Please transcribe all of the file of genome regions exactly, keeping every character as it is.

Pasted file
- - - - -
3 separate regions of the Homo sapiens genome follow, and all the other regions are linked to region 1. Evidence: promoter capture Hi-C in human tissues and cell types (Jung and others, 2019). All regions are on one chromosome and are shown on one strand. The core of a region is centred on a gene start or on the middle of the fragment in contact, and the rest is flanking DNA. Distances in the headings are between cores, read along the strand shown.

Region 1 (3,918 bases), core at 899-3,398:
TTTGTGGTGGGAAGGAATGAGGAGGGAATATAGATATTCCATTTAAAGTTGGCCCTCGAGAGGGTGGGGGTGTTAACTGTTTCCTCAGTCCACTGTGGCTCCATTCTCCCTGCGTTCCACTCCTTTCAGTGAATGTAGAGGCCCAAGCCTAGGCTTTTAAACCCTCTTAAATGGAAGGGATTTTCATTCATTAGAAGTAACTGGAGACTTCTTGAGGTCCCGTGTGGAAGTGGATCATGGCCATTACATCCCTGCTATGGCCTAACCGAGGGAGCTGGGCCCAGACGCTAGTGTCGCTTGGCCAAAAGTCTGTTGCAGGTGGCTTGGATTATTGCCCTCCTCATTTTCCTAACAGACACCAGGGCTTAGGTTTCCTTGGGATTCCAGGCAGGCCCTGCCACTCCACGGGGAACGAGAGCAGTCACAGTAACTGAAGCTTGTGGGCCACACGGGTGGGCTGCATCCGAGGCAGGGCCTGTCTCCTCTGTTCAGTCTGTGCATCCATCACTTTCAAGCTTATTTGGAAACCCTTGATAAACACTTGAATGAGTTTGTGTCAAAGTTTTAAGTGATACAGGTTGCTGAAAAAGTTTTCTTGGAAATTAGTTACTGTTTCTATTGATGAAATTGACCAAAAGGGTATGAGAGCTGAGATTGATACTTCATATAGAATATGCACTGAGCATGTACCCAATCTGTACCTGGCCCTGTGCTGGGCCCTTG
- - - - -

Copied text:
3 separate regions of the Homo sapiens genome follow, and all the other regions are linked to region 1. Evidence: promoter capture Hi-C in human tissues and cell types (Jung and others, 2019). All regions are on one chromosome and are shown on one strand. The core of a region is centred on a gene start or on the middle of the fragment in contact, and the rest is flanking DNA. Distances in the headings are between cores, read along the strand shown.

Region 1 (3,918 bases), core at 899-3,398:
TTTGTGGTGGGAAGGAATGAGGAGGGAATATAGATATTCCATTTAAAGTTGGCCCTCGAGAGGGTGGGGGTGTTAACTGTTTCCTCAGTCCACTGTGGCTCCATTCTCCCTGCGTTCCACTCCTTTCAGTGAATGTAGAGGCCCAAGCCTAGGCTTTTAAACCCTCTTAAATGGAAGGGATTTTCATTCATTAGAAGTAACTGGAGACTTCTTGAGGTCCCGTGTGGAAGTGGATCATGGCCATTACATCCCTGCTATGGCCTAACCGAGGGAGCTGGGCCCAGACGCTAGTGTCGCTTGGCCAAAAGTCTGTTGCAGGTGGCTTGGATTATTGCCCTCCTCATTTTCCTAACAGACACCAGGGCTTAGGTTTCCTTGGGATTCCAGGCAGGCCCTGCCACTCCACGGGGAACGAGAGCAGTCACAGTAACTGAAGCTTGTGGGCCACACGGGTGGGCTGCATCCGAGGCAGGGCCTGTCTCCTCTGTTCAGTCTGTGCATCCATCACTTTCAAGCTTATTTGGAAACCCTTGATAAACACTTGAATGAGTTTGTGTCAAAGTTTTAAGTGATACAGGTTGCTGAAAAAGTTTTCTTGGAAATTAGTTACTGTTTCTATTGATGAAATTGACCAAAAGGGTATGAGAGCTGAGATTGATACTTCATATAGAATATGCACTGAGCATGTACCCAATCTGTACCTGGCCCTGTGCTGGGCCCTTG